• Obligation to pay rent was dependent upon the tenant’s having possession undisturbed by the landlord (or someone claiming through the landlord – i.e. property manager).
• 1) If one could claim landlord unlawfully disturbed then a breach of the implied covenant of quiet enjoyment applied, and 2) if the disturbance was substantial enough that it amounted to eviction and 3) tenant thereafter abandoned the premises, then it was though the tenant had been evicted and was relieved of the obligation to pay rent.
• With this doctrine breach allows tenant to abandon premises if breach is substantial.
Covenant of Quiet Enjoyment
• Originally: limited to cases where tenant was actually ousted physically.
• Nowadays: expanded to include beneficial enjoyment.
• Implied covenant of quiet enjoyment could be breached only when the landlord’s conduct had “the effect of depriving the lessee of the beneficial use of the demises premises, whether by positive acts of interference or by withholding something essential to full enjoyment and included within the terms of the lease.”
• Without this doctrine breach would only allow tenant to sue for damages.
• With this doctrine breach allows tenant to abandon premises if breach is substantial.
Duty to Mitigate
• Under Common Law: landlord has no duty to mitigate damages caused by a defaulting tenant.
• Modern trend toward requiring mitigation.
• In determining whether a landlord has mitigated the court looks at: whether ads have been placed in the newspaper, if the apartment being treated as open stock, if there was substantial alteration of tenant’s obligations, if landlord has refused to rent to suitable tenants, if the landlord is asking for increased rent, etc.
Illegal Lease Doctrine
• When the leased premises is in violation of a law that relates to your occupation of the land and effects your health or safety, it can be found that an illegal contract was made therefore it is unenforceable.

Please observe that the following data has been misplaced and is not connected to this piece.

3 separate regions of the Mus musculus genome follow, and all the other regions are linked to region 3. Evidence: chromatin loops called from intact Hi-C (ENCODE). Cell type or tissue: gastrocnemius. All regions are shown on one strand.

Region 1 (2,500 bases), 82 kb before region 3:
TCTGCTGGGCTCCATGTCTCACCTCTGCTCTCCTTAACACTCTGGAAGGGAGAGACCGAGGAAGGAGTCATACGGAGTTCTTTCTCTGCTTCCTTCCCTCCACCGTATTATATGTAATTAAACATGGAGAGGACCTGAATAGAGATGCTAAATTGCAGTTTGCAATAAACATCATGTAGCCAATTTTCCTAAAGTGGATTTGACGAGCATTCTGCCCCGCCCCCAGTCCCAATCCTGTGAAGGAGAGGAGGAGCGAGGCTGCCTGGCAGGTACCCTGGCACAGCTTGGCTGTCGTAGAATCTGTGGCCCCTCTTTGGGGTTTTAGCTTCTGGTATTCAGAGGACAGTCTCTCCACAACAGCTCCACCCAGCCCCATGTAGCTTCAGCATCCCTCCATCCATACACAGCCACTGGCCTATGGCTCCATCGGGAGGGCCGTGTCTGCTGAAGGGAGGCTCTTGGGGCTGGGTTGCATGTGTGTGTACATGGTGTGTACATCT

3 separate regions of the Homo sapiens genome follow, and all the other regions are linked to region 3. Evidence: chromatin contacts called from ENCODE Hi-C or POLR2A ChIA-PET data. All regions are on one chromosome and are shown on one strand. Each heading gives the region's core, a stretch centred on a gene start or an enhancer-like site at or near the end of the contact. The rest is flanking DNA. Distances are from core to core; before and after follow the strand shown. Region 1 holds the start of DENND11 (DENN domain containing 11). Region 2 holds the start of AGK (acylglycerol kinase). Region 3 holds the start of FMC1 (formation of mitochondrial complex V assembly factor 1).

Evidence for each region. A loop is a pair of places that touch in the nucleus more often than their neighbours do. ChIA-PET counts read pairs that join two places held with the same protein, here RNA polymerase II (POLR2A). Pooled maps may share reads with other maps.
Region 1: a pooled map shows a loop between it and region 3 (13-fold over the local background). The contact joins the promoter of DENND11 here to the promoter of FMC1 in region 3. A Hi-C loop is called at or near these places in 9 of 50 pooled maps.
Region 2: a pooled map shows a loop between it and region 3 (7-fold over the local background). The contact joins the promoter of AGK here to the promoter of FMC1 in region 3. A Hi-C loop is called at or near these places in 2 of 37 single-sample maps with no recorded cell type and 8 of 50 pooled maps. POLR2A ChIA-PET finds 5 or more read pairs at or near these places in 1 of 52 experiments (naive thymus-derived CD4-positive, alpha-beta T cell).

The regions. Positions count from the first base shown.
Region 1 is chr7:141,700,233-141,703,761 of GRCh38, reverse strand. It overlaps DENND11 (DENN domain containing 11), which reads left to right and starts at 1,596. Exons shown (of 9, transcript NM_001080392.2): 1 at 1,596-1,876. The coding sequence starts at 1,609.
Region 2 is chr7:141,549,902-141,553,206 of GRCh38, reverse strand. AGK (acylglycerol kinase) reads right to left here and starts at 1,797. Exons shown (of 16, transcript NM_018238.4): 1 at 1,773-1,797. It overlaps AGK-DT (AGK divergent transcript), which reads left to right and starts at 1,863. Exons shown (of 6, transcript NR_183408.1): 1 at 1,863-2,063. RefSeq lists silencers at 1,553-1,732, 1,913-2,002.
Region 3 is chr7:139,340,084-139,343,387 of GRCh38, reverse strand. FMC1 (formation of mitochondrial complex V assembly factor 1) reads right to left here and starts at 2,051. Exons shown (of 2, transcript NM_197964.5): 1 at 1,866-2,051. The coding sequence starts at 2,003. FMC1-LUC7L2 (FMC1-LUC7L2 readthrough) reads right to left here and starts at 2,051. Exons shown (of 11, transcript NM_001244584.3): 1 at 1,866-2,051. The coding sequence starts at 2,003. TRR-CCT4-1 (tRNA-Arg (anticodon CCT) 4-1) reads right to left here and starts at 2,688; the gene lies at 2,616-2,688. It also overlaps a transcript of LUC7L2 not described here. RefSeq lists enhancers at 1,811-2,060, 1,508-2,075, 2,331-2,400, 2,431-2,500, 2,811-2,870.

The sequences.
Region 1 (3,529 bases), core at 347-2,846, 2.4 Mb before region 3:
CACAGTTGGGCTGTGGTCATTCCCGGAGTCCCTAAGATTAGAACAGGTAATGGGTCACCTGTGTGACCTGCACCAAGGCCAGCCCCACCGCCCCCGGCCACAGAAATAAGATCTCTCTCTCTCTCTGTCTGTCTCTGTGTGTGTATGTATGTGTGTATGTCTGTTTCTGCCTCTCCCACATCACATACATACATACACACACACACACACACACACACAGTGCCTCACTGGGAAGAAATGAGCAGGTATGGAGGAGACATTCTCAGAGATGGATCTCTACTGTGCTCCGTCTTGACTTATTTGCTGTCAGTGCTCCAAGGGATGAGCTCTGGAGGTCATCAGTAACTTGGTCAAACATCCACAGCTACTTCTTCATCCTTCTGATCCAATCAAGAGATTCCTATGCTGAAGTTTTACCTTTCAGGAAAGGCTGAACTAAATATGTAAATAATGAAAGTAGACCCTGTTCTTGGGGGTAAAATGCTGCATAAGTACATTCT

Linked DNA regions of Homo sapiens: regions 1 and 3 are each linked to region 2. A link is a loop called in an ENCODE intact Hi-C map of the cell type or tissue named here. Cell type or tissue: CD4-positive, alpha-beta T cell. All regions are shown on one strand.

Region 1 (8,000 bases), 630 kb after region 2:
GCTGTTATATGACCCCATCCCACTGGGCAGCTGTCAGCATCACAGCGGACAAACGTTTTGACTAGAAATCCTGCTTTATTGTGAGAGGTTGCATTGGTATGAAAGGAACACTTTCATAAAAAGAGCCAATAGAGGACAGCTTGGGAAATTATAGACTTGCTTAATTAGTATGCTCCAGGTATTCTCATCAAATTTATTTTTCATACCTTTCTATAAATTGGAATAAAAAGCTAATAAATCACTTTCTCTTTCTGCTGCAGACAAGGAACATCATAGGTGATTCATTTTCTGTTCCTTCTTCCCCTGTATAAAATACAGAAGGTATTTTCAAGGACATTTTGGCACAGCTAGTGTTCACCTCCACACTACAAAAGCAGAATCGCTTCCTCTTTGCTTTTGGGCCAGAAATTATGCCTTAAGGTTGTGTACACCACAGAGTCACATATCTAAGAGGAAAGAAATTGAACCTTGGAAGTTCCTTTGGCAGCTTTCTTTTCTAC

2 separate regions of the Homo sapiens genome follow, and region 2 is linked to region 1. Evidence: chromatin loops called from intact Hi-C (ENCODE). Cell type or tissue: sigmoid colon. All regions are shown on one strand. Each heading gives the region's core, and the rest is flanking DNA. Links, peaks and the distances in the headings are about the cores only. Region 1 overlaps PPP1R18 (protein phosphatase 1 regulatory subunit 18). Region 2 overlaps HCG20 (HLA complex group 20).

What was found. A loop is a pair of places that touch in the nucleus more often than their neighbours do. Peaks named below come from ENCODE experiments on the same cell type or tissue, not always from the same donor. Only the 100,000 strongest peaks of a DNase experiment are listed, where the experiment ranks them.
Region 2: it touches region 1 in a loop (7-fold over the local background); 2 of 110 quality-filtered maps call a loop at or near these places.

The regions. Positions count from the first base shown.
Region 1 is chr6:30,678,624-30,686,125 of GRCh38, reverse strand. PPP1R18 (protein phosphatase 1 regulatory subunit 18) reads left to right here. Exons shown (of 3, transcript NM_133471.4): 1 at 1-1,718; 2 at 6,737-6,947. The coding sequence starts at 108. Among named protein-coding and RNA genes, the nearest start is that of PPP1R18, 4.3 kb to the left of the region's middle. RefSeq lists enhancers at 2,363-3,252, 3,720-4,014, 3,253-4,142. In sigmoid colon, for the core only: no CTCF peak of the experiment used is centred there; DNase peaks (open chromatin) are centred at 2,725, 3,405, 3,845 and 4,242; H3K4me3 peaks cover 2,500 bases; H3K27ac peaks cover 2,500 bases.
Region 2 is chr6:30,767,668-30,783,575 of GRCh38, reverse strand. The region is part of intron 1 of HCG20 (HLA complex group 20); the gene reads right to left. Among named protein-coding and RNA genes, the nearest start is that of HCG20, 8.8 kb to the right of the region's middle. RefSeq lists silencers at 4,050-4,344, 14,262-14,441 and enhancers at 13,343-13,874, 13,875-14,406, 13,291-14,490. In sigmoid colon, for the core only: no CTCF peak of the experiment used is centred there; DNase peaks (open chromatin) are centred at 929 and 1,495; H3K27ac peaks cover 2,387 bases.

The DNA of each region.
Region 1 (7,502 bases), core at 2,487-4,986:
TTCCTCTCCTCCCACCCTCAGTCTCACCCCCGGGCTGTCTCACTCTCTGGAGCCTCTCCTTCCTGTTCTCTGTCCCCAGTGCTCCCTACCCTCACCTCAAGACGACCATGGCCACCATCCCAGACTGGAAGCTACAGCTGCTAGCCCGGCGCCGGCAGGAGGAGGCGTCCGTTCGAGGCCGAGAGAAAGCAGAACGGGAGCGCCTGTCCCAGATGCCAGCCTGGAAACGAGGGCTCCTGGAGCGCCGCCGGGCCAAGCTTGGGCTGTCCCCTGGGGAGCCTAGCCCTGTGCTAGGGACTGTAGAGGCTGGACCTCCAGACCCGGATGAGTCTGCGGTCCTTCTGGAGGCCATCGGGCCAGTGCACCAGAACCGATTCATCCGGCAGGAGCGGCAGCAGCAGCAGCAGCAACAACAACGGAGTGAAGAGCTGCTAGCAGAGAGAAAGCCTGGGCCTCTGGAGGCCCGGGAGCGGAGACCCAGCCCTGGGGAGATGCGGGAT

• Doesn’t apply if code violations develop after taking possession of the property.
• Doesn’t apply if only minor technical violations, or violations of which landlord had no actual or constructive notice.
• A tenant under an illegal lease is a tenant at sufferance, and the landlord is entitled to the reasonable rental value of the premises (given their condition).
Warranty of Habitability
• Any property the landlord will deliver over and maintain, throughout the period of the tenancy, premises that are safe, clean and fit for human habitation.
Warranty of Habitability
• For Court to Find Breach: 1) look at local housing code (need prima facie evidence), and 2) whether the claimed defect has had an impact on safety or health of the tenant.
Warranty of Habitability
• Tenant must show that 1) notified landlord, and 2) allowed reasonable time for its correction.
Landlord/Tenant Property Law under Common Law
• Relationship between landlord and tenant was caveat lessee (tenant took possession of demised premises irrespective of their state of disrepair).
• Landlord gives notice to tenant of a change in ownership and then tenant has to pay a new owner.